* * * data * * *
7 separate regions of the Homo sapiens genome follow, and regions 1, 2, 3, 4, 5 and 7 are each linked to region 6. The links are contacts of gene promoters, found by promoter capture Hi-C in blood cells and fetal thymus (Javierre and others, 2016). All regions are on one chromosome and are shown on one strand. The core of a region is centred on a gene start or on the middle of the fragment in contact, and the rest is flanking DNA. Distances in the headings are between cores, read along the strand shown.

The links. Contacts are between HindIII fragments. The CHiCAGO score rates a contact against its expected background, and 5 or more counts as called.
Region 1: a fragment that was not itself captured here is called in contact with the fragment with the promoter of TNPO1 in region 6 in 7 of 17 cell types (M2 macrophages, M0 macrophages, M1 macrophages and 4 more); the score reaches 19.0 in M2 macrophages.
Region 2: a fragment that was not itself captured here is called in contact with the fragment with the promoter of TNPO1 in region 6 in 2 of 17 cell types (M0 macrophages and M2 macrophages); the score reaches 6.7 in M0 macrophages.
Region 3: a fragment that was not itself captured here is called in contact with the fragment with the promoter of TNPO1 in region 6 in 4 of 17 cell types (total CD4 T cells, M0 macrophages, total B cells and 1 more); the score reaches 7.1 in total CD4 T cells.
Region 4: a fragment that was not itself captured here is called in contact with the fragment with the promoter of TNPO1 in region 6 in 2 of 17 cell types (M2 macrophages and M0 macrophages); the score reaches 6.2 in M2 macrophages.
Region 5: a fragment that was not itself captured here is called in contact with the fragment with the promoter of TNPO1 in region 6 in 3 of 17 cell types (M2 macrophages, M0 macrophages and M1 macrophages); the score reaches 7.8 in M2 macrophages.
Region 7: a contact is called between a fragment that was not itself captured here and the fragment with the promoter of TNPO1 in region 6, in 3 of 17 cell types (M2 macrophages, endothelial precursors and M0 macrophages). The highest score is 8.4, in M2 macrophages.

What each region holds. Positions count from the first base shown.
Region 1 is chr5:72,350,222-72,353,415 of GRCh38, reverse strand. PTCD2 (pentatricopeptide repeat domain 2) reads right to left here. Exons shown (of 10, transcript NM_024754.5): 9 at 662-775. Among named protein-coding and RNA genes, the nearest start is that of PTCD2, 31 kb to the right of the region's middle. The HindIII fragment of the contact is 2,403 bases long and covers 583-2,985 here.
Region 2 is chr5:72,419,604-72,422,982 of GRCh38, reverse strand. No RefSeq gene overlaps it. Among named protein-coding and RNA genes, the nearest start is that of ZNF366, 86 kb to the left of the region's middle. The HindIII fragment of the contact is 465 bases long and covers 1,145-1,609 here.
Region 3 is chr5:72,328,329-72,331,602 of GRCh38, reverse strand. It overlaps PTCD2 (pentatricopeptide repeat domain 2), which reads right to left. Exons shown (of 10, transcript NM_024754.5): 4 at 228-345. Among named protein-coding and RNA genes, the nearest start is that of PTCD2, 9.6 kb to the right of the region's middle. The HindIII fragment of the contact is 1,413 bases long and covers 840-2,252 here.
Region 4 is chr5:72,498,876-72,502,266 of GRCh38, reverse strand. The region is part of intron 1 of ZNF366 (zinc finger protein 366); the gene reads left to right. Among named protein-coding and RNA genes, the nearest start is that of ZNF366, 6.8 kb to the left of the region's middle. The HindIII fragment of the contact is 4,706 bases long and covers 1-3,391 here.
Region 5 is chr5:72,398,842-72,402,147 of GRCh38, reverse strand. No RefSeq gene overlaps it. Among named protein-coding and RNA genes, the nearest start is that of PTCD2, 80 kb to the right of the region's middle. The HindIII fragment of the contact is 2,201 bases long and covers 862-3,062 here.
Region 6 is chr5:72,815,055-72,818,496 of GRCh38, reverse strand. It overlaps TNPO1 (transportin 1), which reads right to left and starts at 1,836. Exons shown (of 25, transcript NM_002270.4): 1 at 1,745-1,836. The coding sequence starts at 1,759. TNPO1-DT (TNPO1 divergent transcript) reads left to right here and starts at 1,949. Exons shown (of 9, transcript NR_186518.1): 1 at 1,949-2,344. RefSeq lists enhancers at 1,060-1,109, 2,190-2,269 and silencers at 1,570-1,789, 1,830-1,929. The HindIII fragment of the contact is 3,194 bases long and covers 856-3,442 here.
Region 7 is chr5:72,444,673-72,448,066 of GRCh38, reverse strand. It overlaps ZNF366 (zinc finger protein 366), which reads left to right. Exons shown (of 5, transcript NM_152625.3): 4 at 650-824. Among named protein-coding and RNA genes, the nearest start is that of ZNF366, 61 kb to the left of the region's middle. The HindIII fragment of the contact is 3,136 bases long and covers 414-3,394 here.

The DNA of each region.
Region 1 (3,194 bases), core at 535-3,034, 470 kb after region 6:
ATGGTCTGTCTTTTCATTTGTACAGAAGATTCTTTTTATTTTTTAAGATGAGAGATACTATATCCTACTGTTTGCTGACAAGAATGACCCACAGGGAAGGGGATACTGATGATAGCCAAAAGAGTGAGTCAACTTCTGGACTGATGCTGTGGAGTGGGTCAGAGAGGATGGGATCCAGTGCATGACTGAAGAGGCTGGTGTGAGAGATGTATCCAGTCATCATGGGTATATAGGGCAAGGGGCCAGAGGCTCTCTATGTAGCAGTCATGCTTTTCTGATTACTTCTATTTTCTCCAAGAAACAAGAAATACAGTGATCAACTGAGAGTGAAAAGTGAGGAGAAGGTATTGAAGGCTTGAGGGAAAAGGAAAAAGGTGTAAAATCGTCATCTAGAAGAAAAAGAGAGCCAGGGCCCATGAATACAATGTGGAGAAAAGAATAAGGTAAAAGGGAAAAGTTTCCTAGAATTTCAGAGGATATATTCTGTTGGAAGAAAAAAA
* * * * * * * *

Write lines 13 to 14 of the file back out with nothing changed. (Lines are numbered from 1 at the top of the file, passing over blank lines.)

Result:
Region 4 is chr5:72,498,876-72,502,266 of GRCh38, reverse strand. The region is part of intron 1 of ZNF366 (zinc finger protein 366); the gene reads left to right. Among named protein-coding and RNA genes, the nearest start is that of ZNF366, 6.8 kb to the left of the region's middle. The HindIII fragment of the contact is 4,706 bases long and covers 1-3,391 here.
Region 5 is chr5:72,398,842-72,402,147 of GRCh38, reverse strand. No RefSeq gene overlaps it. Among named protein-coding and RNA genes, the nearest start is that of PTCD2, 80 kb to the right of the region's middle. The HindIII fragment of the contact is 2,201 bases long and covers 862-3,062 here.